Certainly, any Turing-Complete architecture can run Funge, in the same was as any architecture can run Lisp. Fungus therefore aims to be a minimal microprocessor capable of supporting the execution of Funge at a low level. The following features are therefore desired:
- Microcoded design. The processor is aware of a very small set of basic micro-instructions that help implement other, more complex macro-instructions. This allows Fungus to interpret various dialects of Funge.
- Two-dimensional memory model. Since Befunge is by far the most common language of the family, this is also the dimensionality of the Fungus architecture. Befunge subsumes Unefunge, and higher dimensions could, potentially, be introduced to the architecture through hacking microcode. Memory is seen as two-dimensional, which is entirely acceptable, especially since certain types of DRAMs use a row/column scheme for address selection.
- Vector registers. To support Funge at the lowest possible level, the architecture's PC is a ℤ2 vector (in Computer Science terms, a two-dimensional unsigned integer vector). An additional ΔPC register (also in ℤ2 is employed to provide the direction vector (in Physics terms, the velocity of the PC). For higher dimensionalities, the reader is urged to look at the works of Cray Research.
- Hardware queue1. Although Funges are stack-based languages, recent dialects have introduced the ability to push values to either the bottom or top of the stack, and pull values from either the bottom or top of the stack. These preferences are user-selectable, leading to the so-called stack actually behaving more like two diﬀerent queues or stacks. The author believes this to be an extremely perverse, counter-intuitive, bug-prone, paradigm-breaking design and applauds it wholeheartedly. Fungus embraces this ingenious bit of design and implements a hardware stack/queue using two stack pointer registers dealt with by microcode.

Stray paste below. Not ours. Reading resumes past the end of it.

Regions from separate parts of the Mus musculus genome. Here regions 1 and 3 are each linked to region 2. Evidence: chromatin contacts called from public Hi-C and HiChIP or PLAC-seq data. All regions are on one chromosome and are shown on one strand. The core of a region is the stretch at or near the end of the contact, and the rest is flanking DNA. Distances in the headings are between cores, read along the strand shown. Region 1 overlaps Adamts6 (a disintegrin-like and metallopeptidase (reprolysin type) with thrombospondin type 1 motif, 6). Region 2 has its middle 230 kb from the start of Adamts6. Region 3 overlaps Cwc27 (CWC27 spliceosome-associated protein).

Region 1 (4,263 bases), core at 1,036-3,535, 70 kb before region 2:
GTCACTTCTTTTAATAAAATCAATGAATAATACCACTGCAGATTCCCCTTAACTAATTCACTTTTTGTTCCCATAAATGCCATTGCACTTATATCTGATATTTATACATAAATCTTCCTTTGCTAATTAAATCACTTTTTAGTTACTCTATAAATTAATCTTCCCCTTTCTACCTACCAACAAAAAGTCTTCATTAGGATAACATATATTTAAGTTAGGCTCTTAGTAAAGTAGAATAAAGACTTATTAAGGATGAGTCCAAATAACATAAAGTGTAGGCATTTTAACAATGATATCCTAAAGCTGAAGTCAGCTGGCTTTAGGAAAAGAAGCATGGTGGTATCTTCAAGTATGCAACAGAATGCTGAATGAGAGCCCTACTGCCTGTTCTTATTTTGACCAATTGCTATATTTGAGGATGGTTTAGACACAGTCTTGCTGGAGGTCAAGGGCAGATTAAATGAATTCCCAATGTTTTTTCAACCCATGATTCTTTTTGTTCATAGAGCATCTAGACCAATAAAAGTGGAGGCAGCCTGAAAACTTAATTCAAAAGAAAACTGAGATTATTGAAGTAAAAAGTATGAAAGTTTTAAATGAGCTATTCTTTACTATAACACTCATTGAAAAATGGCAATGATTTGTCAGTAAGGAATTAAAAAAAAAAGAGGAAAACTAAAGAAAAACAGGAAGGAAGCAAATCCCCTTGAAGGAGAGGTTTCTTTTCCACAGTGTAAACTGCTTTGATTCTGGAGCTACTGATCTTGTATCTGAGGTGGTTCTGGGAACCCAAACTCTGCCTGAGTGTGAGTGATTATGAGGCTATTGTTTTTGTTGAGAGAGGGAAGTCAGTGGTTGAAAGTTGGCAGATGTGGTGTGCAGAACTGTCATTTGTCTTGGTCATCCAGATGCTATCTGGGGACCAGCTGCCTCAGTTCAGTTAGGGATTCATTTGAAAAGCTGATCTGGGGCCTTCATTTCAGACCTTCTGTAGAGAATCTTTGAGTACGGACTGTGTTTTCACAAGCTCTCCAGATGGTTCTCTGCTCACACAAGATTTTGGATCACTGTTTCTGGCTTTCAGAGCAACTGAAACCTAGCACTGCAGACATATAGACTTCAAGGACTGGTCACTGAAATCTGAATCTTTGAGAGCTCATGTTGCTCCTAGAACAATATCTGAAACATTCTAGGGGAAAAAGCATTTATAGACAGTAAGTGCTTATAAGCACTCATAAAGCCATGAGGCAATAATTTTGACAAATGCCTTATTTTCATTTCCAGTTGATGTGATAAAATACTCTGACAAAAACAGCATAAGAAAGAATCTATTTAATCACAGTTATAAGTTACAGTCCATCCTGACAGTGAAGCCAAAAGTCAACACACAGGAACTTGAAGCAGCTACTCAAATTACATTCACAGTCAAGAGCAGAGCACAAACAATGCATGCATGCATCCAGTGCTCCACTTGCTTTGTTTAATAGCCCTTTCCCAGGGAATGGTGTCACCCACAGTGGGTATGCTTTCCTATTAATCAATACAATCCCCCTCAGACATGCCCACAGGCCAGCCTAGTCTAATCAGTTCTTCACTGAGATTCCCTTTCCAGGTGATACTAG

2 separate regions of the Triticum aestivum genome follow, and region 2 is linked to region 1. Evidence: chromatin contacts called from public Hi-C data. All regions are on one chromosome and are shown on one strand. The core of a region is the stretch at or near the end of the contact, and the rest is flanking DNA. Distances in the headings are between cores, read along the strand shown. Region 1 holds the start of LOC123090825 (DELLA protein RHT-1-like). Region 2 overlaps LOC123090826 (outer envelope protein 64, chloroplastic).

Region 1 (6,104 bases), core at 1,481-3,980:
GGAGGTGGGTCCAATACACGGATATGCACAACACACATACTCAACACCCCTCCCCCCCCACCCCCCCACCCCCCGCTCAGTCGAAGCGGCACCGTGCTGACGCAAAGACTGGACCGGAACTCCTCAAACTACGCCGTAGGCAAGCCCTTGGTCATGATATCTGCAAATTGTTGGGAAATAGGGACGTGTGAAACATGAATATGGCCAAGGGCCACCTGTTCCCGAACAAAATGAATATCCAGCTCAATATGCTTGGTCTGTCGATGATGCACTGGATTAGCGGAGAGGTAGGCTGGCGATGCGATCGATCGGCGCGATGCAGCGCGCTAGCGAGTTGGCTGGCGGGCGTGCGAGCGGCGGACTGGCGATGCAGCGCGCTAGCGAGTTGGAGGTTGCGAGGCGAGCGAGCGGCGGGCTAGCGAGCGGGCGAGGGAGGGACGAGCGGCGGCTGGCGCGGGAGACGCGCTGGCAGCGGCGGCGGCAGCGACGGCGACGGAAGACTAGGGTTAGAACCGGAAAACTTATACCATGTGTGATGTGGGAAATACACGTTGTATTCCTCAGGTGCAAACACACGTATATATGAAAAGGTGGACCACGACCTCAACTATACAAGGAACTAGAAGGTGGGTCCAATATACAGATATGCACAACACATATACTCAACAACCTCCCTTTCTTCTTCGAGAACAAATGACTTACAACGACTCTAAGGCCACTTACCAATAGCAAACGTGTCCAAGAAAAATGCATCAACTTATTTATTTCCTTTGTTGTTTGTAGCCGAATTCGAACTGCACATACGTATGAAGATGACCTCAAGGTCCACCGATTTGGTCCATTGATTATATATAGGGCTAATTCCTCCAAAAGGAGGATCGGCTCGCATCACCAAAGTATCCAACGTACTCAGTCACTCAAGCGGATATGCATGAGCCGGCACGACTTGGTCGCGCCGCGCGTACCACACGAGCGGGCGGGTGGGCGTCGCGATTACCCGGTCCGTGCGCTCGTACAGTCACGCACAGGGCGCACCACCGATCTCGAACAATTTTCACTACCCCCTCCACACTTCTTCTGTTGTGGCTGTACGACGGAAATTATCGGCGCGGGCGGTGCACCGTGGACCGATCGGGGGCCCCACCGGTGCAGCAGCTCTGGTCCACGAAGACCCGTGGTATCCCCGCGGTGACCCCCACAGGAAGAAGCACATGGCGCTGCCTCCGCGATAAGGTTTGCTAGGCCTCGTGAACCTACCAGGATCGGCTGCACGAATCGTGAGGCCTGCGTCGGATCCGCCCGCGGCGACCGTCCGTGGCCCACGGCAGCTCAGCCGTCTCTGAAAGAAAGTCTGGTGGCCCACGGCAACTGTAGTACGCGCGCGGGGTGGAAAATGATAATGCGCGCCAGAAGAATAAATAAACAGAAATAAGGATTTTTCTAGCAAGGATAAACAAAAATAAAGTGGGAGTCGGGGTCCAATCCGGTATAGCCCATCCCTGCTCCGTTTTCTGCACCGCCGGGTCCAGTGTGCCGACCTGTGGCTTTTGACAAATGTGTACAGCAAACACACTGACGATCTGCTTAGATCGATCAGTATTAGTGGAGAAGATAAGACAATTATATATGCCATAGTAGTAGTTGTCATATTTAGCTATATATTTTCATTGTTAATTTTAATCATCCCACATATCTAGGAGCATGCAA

- Hardware contexts2. In an eﬀort to allow complex operating systems to run on Fungus (an additional form of punishment for rapidly despairing students), Funge implements hardware contexts, somewhat similar to and at the same time completely diﬀerent from those of traditional memory managers. Hardware context registers allow delimiting a rectangular area of memory and allowing a program to run in it without having access to memory outside its own. The PC wraps around the edges of this region, thus forming a sub-torus of the super-torus that is Fungus' main memory. Lahey space is not supported by the hardware, but the masochistic topology enthusiast can still extract hours of pleasure attempting to visualise this sub-/super-torus relation.
- Sharp blades. It is said UNIX gives one enough rope to shoot oneself in the foot. Fungus is required to conform to this time-honoured programming tradition, but the rope tricks are becoming dated. Hence, Fungus aims at providing one with enough sharp blades to shoot oneself in the foot. Various early-Eighties-style design flaws are introduced in an eﬀort to make the user's life even more miserable.
- Ease of implementation. Fungus is designed as a project that can
be implemented using simple solid-state components (of
74xxxfamily, for instance), or cheap FPGAs. This allows Funge to be inflicted on students taking Electrical Engineering, in addition to those taking Computer Science. It also increases hack value by allowing the reader to toy with the idea of physically building the processor, thereby making such a reader appear (to others) as a guru of esoteric hardware3.
- 1. Nota bene and erratum: the hardware queue and stack existed in the original feature set of the ﬁrst revision of Fungus, but was never added to the hardware speciﬁcation. Fungus stacks are software stacks, which allows more flexibility while keeping the hardware simple. Yes, it's much slower than a hardware stack, but speed was never one of the aims of the project.
- 2. Nota bene and erratum: hardware contexts and topology-modifying registers were never added to the hardware speciﬁcation. They play the same role a memory mapping subsystem would, and are envisaged as an add-on or coprocessor to the base Fungus.
- 3. not to mention somewhat obsessive-compulsive.